I’d recommend Hard West 2 to just about anyone, even if you’ve never played the genre before. Some early growing pains are easily overcome and there’s just the right amount of tactics, exploration, story, and atmosphere. While not a revolutionary take on the mechanics, it’s a solid offering on all fronts.
Another nice feature is the trick-shot ability, which most of your gunslingers will have. It allows them to ricochet bullets off of objects and hit enemies dug in behind cover. This is one of the big differences between Hard West and X-Com where the latter favored a sniper in the high ground and cannon fodder up front to flush out targets. Not to say that having someone perched up high with a long gun isn’t useful here, but it’s satisfying to chain together streaks (called “bravado”) and wipe out the bandidos in a few well placed moves.
Every encounter feels meaningful and contributes in some way to the story. This is helpful as you’ll struggle a bit at the beginning while learning the mechanics. Rushing to the middle of the battlefield - as you’re likely to do in the beginning - will get you killed so it’s good that no fight feels like it’s pointless; you’ll want to get back into the fray. If the developers had just rinsed and repeated the encounters to extend the gameplay, Hard West 2 would be worse off for it.
Some members of your team will have unique abilities but everyone can use any of the shooting irons and melee weapons. Diversifying your loadout with pistols, shotguns, and rifles will give you that much more of a tactical edge but you can always fall back on plinking enemies from cover with your six-shooter. Items like bandages and dynamite are useful in a fight but in my time with the game I didn’t come across anyone who could serve as a team medic or demolitions expert. The main focus is on shooting - and that’s just fine - but more of a class-based approach would have been welcome.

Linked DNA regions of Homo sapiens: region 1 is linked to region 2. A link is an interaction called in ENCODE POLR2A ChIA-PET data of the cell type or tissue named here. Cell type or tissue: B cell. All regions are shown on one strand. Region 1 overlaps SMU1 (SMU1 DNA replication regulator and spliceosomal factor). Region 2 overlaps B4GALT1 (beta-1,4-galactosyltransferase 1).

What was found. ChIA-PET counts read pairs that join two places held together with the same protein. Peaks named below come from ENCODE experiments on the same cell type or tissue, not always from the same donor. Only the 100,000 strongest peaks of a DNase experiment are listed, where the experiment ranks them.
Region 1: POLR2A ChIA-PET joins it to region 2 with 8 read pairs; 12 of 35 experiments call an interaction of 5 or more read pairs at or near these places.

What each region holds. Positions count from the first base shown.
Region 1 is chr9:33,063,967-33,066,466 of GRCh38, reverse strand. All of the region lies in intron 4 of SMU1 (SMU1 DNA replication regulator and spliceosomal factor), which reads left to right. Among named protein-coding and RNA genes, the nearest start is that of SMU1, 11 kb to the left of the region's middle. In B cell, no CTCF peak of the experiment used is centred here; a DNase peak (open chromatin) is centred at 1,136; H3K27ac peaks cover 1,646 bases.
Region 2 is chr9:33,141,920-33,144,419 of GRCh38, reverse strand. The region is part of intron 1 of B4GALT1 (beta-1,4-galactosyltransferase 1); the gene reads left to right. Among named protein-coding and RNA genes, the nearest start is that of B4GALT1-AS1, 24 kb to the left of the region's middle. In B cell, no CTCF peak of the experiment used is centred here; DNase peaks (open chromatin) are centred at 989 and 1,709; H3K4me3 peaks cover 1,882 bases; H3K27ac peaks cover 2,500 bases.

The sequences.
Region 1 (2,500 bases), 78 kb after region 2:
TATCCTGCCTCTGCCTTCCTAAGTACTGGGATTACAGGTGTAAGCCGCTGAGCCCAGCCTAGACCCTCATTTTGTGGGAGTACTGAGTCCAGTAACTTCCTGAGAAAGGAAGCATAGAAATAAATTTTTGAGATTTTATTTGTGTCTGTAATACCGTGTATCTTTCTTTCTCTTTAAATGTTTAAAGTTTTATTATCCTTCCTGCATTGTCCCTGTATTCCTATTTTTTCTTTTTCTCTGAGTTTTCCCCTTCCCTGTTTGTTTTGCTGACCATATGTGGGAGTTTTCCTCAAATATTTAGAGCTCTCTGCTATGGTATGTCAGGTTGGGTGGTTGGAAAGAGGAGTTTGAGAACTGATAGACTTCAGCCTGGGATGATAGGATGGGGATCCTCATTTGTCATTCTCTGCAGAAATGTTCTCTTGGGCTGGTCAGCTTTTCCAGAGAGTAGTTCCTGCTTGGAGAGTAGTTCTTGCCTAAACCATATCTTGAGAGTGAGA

A trail worth riding
When you’re not dueling desperados you’ll be wandering around an open-world map. You’ll come across abandoned mines, innocent townsfolk, and bloodthirsty bandits. It augments the gameplay nicely as you’ll give your shooting hand a rest and play through some D&D style encounters through branching dialogues.
You’ll even be posed with some challenging moral quandaries: do you rob a wounded stranger or help him back to town? Do you parlay with a gang of outlaws or go in guns blazing? The dialogue options are well written and the scenarios presented make for a good distraction. It’s also an opportunity to gather loot and supplies.
Our reviews are featured on Metacritic.
I’d recommend Hard West 2 to just about anyone, even if you’ve never played the genre before. Some early growing pains (or rustiness if you’ve been out of the genre for a while) are easily overcome and there’s just the right amount of tactics, exploration, story, and atmosphere. While not a revolutionary take on the mechanics, it’s a solid offering on all fronts. And for just $30 you’re getting enough for your pesos to make this a trail worth riding.
Alexander Eriksen | Gamepressure.com